• In situations where disengaged drivers don’t have awareness of circumstances that led to an accident, cars may require legally acceptable sensor information logs. In other words, the cars would have scaled down versions of blackboxes like in aircrafts.
  • What if someone hacks the “car stack”? How does one get to know? Do we get to do a periodic (smog-check like) stack-check and certification? If this looks like a fantasy, please checkout the Tesla hack and fix a couple of days ago.

And here is an extreme one:

  • If it turns out that the damages caused in an accident by an autonomous car with a disengaged driver are much higher than the damages if an engaged driver were operating the car without autonomous features, what are the insurance ramifications? Would insurance companies track maturity levels of the autonomous features and charge accordingly for insurance?

I do live in interesting times.

Availability is a fundamental requirement of Security

When people talk about security, they often picture confidentiality and integrity in their mind. However, the role of availability is equally important while defining the security. In fact, the term security is defined as a combination of confidentiality, integrity and availability by major standards and certifications.

There is a quote on a lighter tone in security community: The most secure computer may be the one that is not connected to any network. But such systems hardly play any major role in providing meaningful services to customers and consumers. The goal of a security expert is to ensure that the system (and its services) are available to all the intended users, while preserving the confidentiality and integrity of the data, system and its services.

For an end user facing service (say, a shopping site or a cloud service) to operate as expected, it requires several internal or public facing infrastructure services to operate in tandem. A shopping site might require its DNS service (public), CDN service (public) payment exchange (public) and private cloud service (internal) to function properly for delivering its online services to end customers. As the comprehensiveness of online services increase, there are more and more micro-services, infrastructure services and housekeeping services that play a major role in determining the health and availability of the overarching (end user facing) service.

As big companies increasingly  outsource their IT infrastructure to cloud service vendors (DNS, mail, compute infrastructure, to name a few), they increasingly depend on availability of each of these infrastructure components. As cloud service providers mature their infrastructure services, they become more and more alluring to small enterprises and startup companies, given the lower entry cost and least effort to scale up. In a nutshell, the availability of services outside the perimeter of a company, irrespective of its size, becomes essential element in offering secure services to the employees and customers of that company. On a side node, the definition of the perimeter of a company is fast diluting with more and more cloud service providers offering infrastructure services.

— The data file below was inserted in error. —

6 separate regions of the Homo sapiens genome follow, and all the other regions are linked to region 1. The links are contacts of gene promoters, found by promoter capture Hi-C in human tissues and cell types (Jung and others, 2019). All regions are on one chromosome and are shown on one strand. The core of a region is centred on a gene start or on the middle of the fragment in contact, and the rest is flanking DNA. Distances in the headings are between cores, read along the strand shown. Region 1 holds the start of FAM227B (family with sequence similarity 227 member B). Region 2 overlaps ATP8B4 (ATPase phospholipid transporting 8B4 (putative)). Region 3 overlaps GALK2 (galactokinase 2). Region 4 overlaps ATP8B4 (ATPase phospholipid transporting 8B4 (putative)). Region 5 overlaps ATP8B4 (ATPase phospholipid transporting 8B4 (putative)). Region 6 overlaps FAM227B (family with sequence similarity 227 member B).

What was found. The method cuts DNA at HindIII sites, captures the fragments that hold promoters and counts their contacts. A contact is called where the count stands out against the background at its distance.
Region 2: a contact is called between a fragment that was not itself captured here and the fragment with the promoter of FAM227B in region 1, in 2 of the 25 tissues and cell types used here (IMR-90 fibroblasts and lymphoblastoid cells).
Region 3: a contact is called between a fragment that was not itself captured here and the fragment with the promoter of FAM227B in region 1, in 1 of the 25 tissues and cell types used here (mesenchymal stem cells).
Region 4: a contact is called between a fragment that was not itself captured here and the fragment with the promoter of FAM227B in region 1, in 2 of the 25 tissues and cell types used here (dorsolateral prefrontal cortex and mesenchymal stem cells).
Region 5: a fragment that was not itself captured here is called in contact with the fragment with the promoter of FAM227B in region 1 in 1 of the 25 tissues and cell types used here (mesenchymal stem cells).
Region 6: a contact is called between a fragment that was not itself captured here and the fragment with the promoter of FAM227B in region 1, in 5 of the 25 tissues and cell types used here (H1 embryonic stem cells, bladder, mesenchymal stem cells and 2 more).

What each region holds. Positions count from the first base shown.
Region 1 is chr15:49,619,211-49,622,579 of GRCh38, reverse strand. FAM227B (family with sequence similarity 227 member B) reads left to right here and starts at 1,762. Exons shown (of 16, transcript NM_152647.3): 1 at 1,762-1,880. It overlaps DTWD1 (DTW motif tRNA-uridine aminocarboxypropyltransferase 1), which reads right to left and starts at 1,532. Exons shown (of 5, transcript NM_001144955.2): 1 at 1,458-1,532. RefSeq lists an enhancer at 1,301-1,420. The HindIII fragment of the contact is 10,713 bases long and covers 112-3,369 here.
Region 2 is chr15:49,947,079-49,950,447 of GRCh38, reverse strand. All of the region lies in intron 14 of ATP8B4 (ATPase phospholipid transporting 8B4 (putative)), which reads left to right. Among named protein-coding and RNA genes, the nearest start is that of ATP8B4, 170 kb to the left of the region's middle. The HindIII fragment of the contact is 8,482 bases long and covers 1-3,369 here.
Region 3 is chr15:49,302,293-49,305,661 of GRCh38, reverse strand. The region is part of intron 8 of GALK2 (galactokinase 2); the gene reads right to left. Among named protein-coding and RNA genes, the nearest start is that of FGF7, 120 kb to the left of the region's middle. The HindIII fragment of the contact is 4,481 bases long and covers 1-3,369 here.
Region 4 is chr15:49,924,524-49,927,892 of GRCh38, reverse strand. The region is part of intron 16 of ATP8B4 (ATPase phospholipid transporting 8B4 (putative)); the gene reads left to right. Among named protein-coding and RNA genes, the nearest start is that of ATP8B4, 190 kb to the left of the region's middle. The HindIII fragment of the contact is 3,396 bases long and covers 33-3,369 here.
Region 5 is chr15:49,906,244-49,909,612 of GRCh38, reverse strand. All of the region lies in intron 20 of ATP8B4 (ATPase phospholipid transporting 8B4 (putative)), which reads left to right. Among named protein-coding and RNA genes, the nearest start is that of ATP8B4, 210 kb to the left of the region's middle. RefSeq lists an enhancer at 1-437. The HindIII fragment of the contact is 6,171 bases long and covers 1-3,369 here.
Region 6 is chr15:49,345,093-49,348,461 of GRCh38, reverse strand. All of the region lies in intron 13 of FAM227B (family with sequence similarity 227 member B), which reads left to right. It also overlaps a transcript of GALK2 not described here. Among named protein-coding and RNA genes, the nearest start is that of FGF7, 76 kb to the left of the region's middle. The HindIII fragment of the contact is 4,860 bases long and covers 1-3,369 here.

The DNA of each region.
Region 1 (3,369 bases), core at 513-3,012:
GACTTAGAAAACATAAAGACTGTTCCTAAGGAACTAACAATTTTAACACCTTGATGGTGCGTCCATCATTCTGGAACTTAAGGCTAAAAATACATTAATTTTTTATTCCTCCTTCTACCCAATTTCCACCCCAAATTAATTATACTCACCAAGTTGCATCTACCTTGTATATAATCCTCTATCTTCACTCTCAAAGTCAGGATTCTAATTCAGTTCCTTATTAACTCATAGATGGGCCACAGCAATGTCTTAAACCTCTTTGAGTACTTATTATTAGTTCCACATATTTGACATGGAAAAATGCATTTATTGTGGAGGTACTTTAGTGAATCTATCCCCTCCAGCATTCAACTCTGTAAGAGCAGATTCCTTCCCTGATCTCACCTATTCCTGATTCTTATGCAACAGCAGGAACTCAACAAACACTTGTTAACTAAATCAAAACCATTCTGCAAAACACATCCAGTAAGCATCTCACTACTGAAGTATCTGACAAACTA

Even for companies that internally host their infrastructure services, the availability of these services is the most critical component in providing secure services to their end customers or employees.

Lack of availability of contributing components severely impacts security of an online service. Lets take a look at a simple example. When an authentication and authorization component operates at lesser availability levels, users of that component (developers, IT admins) make amends to lessen the impact of non-availability. For example, they may want to cache a few things for a longer amount of time. That makes any online service that depends on that authentication and authorization mechanism more vulnerable than a service that operates on top of a highly available authentication and authorization service. As more and more amends are made to reduce the impact of availability of internal components, the online service gets more holes in its security.

Every developer and IT engineer should work towards providing hooks for availability metrics and augmenting them with actionable operating procedures when availability gets impacted. These hooks and procedures should be fine-tuned as time goes on and as new factors influence the availability.